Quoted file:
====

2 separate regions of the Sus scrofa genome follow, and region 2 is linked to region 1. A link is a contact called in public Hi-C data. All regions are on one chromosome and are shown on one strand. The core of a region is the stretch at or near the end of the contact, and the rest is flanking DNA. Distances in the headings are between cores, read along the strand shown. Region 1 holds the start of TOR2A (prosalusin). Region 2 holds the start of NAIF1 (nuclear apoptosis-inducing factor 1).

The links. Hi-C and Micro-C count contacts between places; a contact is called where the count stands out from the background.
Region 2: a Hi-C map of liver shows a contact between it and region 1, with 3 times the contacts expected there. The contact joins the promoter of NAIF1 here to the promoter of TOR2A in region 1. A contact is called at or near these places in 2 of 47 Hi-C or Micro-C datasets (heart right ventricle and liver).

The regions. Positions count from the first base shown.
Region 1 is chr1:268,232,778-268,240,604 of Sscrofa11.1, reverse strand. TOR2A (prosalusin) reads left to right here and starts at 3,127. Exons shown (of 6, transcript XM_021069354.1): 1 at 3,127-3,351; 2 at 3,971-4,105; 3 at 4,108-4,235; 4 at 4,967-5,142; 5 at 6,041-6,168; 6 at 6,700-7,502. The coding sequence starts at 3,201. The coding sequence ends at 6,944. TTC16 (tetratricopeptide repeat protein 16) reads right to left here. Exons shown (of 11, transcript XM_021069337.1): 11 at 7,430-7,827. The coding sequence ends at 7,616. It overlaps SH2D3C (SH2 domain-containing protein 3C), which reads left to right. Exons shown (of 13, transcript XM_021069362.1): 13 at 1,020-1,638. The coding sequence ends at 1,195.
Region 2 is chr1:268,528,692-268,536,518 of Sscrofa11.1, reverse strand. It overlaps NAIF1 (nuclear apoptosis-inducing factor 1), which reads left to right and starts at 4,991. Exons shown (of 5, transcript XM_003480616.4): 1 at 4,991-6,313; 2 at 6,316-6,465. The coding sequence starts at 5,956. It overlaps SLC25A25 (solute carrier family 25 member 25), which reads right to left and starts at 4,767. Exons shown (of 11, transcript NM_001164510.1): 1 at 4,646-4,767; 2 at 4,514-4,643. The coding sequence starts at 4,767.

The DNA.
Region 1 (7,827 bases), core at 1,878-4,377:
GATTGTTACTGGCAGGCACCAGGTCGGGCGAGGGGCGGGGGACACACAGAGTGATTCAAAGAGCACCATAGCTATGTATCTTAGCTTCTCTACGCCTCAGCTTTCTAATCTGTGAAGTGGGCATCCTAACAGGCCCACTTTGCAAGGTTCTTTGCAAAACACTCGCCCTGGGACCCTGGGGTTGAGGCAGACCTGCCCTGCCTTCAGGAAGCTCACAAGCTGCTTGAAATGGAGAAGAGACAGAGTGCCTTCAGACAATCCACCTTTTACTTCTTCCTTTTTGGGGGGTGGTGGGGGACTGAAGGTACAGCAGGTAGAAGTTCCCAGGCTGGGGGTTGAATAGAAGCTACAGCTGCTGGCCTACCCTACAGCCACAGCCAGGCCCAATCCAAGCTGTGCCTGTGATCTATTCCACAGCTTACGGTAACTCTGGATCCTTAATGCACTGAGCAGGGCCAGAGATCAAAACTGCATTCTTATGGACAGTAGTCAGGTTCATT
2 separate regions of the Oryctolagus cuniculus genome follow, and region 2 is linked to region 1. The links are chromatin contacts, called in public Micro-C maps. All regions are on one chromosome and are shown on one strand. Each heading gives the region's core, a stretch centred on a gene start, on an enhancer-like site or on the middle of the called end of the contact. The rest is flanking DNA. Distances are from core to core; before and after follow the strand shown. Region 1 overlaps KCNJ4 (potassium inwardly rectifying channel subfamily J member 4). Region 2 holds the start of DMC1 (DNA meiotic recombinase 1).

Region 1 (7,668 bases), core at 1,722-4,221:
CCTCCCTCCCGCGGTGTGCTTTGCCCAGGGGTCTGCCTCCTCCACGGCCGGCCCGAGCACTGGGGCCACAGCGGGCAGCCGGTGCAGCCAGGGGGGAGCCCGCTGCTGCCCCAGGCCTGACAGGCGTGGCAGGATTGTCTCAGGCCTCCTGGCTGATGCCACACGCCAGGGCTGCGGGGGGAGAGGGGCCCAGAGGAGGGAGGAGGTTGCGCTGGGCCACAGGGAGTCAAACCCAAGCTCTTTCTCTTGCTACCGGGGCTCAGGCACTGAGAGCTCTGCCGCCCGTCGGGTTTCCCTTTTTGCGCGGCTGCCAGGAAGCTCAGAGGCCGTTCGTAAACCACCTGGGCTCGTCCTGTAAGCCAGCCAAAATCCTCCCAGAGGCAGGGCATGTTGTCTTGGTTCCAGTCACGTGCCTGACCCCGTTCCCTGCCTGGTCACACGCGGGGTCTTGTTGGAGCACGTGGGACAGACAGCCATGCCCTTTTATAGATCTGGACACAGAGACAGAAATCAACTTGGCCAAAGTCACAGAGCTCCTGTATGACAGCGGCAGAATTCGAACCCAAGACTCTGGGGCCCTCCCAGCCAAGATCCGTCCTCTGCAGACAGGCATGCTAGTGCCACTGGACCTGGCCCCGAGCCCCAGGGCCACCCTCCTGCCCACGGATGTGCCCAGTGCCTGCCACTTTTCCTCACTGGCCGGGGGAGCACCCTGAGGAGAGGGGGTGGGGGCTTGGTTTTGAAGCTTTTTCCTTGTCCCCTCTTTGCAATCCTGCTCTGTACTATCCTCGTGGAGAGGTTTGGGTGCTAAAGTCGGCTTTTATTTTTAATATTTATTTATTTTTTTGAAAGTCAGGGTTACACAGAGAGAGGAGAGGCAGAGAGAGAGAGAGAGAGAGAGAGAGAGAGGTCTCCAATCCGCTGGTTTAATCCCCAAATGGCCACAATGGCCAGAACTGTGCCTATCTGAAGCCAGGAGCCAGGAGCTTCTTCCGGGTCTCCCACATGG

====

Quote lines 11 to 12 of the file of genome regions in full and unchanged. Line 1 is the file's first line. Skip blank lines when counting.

Region 1 (7,668 bases), core at 1,722-4,221:
CCTCCCTCCCGCGGTGTGCTTTGCCCAGGGGTCTGCCTCCTCCACGGCCGGCCCGAGCACTGGGGCCACAGCGGGCAGCCGGTGCAGCCAGGGGGGAGCCCGCTGCTGCCCCAGGCCTGACAGGCGTGGCAGGATTGTCTCAGGCCTCCTGGCTGATGCCACACGCCAGGGCTGCGGGGGGAGAGGGGCCCAGAGGAGGGAGGAGGTTGCGCTGGGCCACAGGGAGTCAAACCCAAGCTCTTTCTCTTGCTACCGGGGCTCAGGCACTGAGAGCTCTGCCGCCCGTCGGGTTTCCCTTTTTGCGCGGCTGCCAGGAAGCTCAGAGGCCGTTCGTAAACCACCTGGGCTCGTCCTGTAAGCCAGCCAAAATCCTCCCAGAGGCAGGGCATGTTGTCTTGGTTCCAGTCACGTGCCTGACCCCGTTCCCTGCCTGGTCACACGCGGGGTCTTGTTGGAGCACGTGGGACAGACAGCCATGCCCTTTTATAGATCTGGACACAGAGACAGAAATCAACTTGGCCAAAGTCACAGAGCTCCTGTATGACAGCGGCAGAATTCGAACCCAAGACTCTGGGGCCCTCCCAGCCAAGATCCGTCCTCTGCAGACAGGCATGCTAGTGCCACTGGACCTGGCCCCGAGCCCCAGGGCCACCCTCCTGCCCACGGATGTGCCCAGTGCCTGCCACTTTTCCTCACTGGCCGGGGGAGCACCCTGAGGAGAGGGGGTGGGGGCTTGGTTTTGAAGCTTTTTCCTTGTCCCCTCTTTGCAATCCTGCTCTGTACTATCCTCGTGGAGAGGTTTGGGTGCTAAAGTCGGCTTTTATTTTTAATATTTATTTATTTTTTTGAAAGTCAGGGTTACACAGAGAGAGGAGAGGCAGAGAGAGAGAGAGAGAGAGAGAGAGAGAGGTCTCCAATCCGCTGGTTTAATCCCCAAATGGCCACAATGGCCAGAACTGTGCCTATCTGAAGCCAGGAGCCAGGAGCTTCTTCCGGGTCTCCCACATGG